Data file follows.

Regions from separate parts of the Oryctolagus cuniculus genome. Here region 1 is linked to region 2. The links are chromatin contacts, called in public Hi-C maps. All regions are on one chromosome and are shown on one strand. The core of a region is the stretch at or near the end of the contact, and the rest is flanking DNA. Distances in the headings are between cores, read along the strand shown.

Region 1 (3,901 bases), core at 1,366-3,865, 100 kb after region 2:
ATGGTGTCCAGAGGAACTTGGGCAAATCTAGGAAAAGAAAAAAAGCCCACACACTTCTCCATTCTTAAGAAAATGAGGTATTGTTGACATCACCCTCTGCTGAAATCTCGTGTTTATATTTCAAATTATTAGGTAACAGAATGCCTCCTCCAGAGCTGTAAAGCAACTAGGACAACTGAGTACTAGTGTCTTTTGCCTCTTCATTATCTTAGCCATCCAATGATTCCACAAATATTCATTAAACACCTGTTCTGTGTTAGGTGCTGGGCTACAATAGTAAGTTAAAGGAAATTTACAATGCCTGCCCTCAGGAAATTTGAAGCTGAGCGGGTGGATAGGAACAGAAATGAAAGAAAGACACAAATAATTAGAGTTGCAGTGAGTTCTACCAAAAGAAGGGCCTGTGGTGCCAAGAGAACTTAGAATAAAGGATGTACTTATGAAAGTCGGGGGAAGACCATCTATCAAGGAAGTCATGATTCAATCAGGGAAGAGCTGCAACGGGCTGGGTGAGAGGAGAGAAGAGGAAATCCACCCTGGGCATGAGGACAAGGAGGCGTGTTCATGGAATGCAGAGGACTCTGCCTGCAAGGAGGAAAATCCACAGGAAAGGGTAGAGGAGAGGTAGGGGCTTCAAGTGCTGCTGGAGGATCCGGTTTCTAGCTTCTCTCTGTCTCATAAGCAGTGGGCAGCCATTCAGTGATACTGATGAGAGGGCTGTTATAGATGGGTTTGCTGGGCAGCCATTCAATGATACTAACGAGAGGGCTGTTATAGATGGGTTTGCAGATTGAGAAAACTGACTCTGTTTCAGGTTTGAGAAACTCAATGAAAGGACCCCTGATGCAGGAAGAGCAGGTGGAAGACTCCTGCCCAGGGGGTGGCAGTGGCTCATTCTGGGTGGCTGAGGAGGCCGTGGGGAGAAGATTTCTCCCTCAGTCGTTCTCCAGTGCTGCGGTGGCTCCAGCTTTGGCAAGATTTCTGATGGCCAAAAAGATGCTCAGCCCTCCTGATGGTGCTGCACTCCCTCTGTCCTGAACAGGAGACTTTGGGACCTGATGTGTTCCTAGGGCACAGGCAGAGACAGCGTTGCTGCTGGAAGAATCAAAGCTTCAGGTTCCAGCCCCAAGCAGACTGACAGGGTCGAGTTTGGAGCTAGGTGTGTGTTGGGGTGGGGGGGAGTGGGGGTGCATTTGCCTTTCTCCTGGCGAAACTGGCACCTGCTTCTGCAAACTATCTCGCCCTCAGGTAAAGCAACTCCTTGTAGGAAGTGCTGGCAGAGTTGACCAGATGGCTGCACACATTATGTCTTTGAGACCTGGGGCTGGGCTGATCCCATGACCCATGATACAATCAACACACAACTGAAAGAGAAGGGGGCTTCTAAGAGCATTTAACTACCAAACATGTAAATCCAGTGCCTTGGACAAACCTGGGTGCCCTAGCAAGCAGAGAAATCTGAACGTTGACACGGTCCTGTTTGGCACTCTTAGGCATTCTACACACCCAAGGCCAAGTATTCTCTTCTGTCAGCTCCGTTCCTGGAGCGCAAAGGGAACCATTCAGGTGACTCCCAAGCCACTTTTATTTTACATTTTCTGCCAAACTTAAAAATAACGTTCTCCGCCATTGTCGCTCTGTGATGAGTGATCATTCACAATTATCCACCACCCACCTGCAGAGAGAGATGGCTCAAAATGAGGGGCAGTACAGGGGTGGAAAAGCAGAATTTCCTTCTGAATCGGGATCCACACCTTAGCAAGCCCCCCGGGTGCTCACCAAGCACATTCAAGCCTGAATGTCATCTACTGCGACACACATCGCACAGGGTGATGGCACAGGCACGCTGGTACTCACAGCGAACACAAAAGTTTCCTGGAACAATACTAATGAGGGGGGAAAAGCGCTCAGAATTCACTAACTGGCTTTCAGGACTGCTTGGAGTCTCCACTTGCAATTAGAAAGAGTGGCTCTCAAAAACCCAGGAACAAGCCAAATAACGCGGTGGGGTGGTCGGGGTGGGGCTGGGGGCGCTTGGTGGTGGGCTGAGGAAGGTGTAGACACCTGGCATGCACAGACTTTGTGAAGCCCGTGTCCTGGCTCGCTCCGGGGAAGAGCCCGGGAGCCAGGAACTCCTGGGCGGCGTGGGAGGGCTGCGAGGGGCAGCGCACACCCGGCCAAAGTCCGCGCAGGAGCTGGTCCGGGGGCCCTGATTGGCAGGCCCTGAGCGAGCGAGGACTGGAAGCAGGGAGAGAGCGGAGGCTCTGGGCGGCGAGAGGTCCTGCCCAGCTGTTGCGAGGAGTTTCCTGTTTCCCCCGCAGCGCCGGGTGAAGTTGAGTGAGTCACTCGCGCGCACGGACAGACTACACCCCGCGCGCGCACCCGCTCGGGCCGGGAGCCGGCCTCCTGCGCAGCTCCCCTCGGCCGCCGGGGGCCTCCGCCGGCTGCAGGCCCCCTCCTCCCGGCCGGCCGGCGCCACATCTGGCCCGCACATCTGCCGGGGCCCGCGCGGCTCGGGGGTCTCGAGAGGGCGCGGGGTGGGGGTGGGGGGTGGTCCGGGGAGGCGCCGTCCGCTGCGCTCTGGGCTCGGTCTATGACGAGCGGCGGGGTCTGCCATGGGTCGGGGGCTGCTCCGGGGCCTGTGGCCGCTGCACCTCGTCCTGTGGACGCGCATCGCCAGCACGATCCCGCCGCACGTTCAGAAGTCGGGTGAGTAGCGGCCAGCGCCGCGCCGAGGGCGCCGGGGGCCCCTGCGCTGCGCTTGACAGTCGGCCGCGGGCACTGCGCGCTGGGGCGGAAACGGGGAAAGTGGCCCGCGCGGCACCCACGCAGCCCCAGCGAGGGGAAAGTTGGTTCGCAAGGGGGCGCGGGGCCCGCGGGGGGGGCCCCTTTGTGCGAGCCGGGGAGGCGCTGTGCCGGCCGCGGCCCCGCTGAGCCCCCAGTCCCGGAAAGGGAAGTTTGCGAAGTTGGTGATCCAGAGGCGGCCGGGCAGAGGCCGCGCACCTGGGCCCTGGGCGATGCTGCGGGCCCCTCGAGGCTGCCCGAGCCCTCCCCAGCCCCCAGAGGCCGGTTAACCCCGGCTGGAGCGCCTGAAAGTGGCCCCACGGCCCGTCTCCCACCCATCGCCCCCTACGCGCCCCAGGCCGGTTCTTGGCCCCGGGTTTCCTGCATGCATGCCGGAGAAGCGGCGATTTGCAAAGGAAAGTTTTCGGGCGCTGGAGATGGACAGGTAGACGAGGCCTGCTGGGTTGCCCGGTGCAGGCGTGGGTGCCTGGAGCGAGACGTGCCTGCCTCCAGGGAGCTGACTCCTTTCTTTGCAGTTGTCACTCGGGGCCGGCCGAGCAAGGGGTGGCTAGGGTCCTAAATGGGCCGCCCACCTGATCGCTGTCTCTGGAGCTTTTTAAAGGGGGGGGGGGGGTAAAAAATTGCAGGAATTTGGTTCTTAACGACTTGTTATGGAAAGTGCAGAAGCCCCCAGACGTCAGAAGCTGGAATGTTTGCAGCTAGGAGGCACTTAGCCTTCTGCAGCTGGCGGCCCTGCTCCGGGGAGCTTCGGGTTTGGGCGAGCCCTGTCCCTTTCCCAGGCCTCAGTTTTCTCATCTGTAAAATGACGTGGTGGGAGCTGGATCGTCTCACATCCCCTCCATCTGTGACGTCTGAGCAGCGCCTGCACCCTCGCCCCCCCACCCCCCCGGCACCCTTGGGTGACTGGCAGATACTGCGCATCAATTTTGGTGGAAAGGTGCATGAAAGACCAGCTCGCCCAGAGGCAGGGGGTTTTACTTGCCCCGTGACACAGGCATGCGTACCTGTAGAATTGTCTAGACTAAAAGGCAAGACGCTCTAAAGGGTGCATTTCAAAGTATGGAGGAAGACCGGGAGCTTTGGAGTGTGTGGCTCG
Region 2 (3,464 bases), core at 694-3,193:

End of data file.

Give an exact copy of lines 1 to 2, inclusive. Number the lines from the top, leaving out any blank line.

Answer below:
Regions from separate parts of the Oryctolagus cuniculus genome. Here region 1 is linked to region 2. The links are chromatin contacts, called in public Hi-C maps. All regions are on one chromosome and are shown on one strand. The core of a region is the stretch at or near the end of the contact, and the rest is flanking DNA. Distances in the headings are between cores, read along the strand shown.

Region 1 (3,901 bases), core at 1,366-3,865, 100 kb after region 2: